The new dynamics of the European and global market are forcing leading advertisers to put innovation and change management at a premium. And that means communications agencies should take careful note.
Advertisers face an increasingly complex and baffling array of circumstances – economic, political and technological – which offer an uncomfortable mix of opportunity and uncertainty.
On the positive side, the marketing communications industry is entering a new digital era, the media landscape is being transformed and a new generation of consumers is beginning to have an impact on the way advertisers will build and sustain their brands in the future. Yet the background to this changing landscape is one of growing concern about the global economy, political uncertainty and, in Europe, a preoccupation with the issues surrounding the introduction of a single currency and regulatory controls.
In Asia, business managers have been forced to address change management and innovation as they fight to survive. While there can be no direct comparison between the Asian crisis and conditions in Europe, the lessons being learned by Asia’s managers are universally relevant.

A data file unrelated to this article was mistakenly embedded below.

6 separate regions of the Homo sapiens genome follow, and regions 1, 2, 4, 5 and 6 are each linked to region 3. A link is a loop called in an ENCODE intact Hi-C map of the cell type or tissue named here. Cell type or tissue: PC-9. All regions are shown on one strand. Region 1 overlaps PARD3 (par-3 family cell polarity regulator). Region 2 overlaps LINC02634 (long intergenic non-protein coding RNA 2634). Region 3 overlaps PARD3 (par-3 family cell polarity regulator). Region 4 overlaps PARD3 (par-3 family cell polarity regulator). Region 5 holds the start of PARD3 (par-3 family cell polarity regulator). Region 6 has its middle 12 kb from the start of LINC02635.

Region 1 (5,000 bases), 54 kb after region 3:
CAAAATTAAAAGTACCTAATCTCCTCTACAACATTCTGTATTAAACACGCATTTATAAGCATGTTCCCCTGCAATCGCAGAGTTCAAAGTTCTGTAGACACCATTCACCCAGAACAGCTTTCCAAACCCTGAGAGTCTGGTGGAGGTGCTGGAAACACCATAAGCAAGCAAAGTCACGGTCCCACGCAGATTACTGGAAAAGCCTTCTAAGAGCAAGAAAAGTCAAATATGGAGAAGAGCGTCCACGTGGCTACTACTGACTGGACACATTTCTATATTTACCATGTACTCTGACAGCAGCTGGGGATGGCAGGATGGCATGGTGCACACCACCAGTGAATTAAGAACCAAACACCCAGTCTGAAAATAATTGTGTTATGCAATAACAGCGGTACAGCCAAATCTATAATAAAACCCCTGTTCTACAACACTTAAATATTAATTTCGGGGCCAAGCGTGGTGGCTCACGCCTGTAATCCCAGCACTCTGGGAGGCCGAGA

In a review of these issues, the New Straits Times in Malaysia highlighted innovation and the ability to embrace change as the most fundamental attributes of companies seeking to build for the future: “Creating a culture that thrives on change is the hallmark of success in today’s business world,” notes the report. “Companies able to anticipate and respond to changes will survive the challenges.”
The report also identifies the need to listen more closely to consumers and to gather knowledge about changes in their requirements: “It is important for companies to keep a close watch on changing consumer attitudes and habits in difficult times to gain a better understanding of their consumption and spending patterns. Companies should focus on innovation to improve products by finding new ways of providing services. They should reformulate their marketing plans, to take change in consumer habits into consideration.
The report goes on to say: “Innovation will be the life blood of organisations that survive into the 21st century. Many businesses make the mistake of ignoring the need for innovation if their main competition does the same. Organisations must continue to find new products and new ways of providing services during the current economic slowdown.”
But creativity is only one aspect of innovation. Real innovation is about new ideas that have genuine impact across all working practices, through to advertising and communications.
It is about making fundamental changes that reach to the heart of an agency’s culture and working methods.
In order to meet the changing requirements of their clients, agencies will increasingly need to foster a culture of global innovation, which is not just confined to the creative product, but in every aspect of their business.